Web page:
Porteño Corner: Baker, Mario Alarcón

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Mario Alarcón

Vendor, Cosas Ricas Bakery, San Telmo (Founded: 1898)

Age: 48

—Villa Crespo



Q: This bakery is always so busy, but if people eat sweet croissants and pastries everyday for breakfast don’t they get overweight?

Yes they do get fat like me! I need to lose 20 kilos.

• Do you eat pastries everyday?

No, I just eat regular bread but once in a while I’ll have some pastries.

• You have been working here for 16 years and your job is as a counter seller. Don’t they give you a title such as ‘day manager’ or something after so long?

I’m a vendor but the bosses do see me differently, obviously, because I’m the employee that has been here the longest. If I don’t want to come in to work for example I don’t come in.

• And how often does that happen?

Maybe once a year.

• You said you have two teenager kids at home, is that as rough as they say it is?

No not all. They’re good kids. Here look at their pictures. My 16-year-old daughter is a bit more daring than her brother.

• Are you stricter with her?

Well yes, for obvious reasons, but not too much. She goes out with her brother and he keeps an eye on her, or the kids come to hang out at our house.

• You said they’re always on the computer but you don’t use it. What is the effect of having the computer and internet at home?

It does get in the way of conversation between us. Sometimes they don’t even look at me when we talk— they’re looking at the screen instead.

• And you never checked out the internet?

I don’t know how to use it. The kids could teach me but they’re so fast that I can’t even keep up with them. They just type away but I have to look at the keyboard. I have no incentive to figure it out anyway.

I’m from another generation. The kids now know how to do all this stuff from a young age. They need more hard disc space in their brains!

• Do you try to get them to spend less time connected to the computer?

I tell them not to spend so much time on the computer but they don’t have as much fun without it. They get bored quick without it.

• What do you do in your free time?

I like to watch documentaries, like those on the History Channel.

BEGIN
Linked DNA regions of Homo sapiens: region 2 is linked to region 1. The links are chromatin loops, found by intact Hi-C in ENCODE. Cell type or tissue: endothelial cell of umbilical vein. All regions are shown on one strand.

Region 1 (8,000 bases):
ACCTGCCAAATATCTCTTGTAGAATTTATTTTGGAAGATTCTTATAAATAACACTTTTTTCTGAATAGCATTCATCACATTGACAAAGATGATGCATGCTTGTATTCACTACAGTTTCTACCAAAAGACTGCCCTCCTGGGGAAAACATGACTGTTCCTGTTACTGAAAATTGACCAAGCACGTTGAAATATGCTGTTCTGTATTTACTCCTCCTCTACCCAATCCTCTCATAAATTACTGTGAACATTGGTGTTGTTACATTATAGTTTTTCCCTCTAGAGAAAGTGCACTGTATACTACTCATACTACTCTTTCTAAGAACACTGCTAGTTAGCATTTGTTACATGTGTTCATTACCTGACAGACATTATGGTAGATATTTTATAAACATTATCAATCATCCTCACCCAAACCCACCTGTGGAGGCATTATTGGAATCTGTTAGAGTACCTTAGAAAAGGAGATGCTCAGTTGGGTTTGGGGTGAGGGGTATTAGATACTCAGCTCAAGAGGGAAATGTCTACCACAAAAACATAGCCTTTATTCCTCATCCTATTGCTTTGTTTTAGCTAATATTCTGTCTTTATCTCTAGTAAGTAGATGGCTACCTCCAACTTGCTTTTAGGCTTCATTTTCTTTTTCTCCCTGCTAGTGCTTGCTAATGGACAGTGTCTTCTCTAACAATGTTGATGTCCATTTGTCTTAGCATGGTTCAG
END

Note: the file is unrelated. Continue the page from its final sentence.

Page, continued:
• Why do you like this job?

I always liked working in the commercial sector. As a young person I sold churros, empanadas and kerosene.

• Kerosene?

Up until 40 years ago there was no gas in the homes out in the province. I grew up in Morón. There was gas-oil, which isn’t very clean burning, and kerosene. I went around and sold it door-to-door.

• What do you think when you go back to Morón now?

Now with the drugs there it is a little messed up. That junk is all over the world now.

• Are there a lot of people like Leda that come by to say hello everyday?

Yes, a lot of people come by to see me. You can see that everyone going by says hello. There is a couple that I know from here in the bakery and one day I saw them in my neighborhood in Villa Crespo— it turned out they were my next-door neighbors. This is my home practically.

• Why do you work so much?

I don’t know how to do anything else. When I was young I worked for Jews and Spanish people, they stayed late and worked hard, so you did the same. The work ethic rubbed off on me.

• But some say that the Spanish don’t have a reputation as hard workers, or is that wrong?

In Spain they don’t have a reputation as hard workers! But they came here after the war and had to work a lot to get ahead.

• How many street children are there that come by to ask for bread?

There are three kids that regularly come by. They have homes; they’re just poor.

• You’ve been married for twenty years. What’s the secret to having a good marriage?

To be good!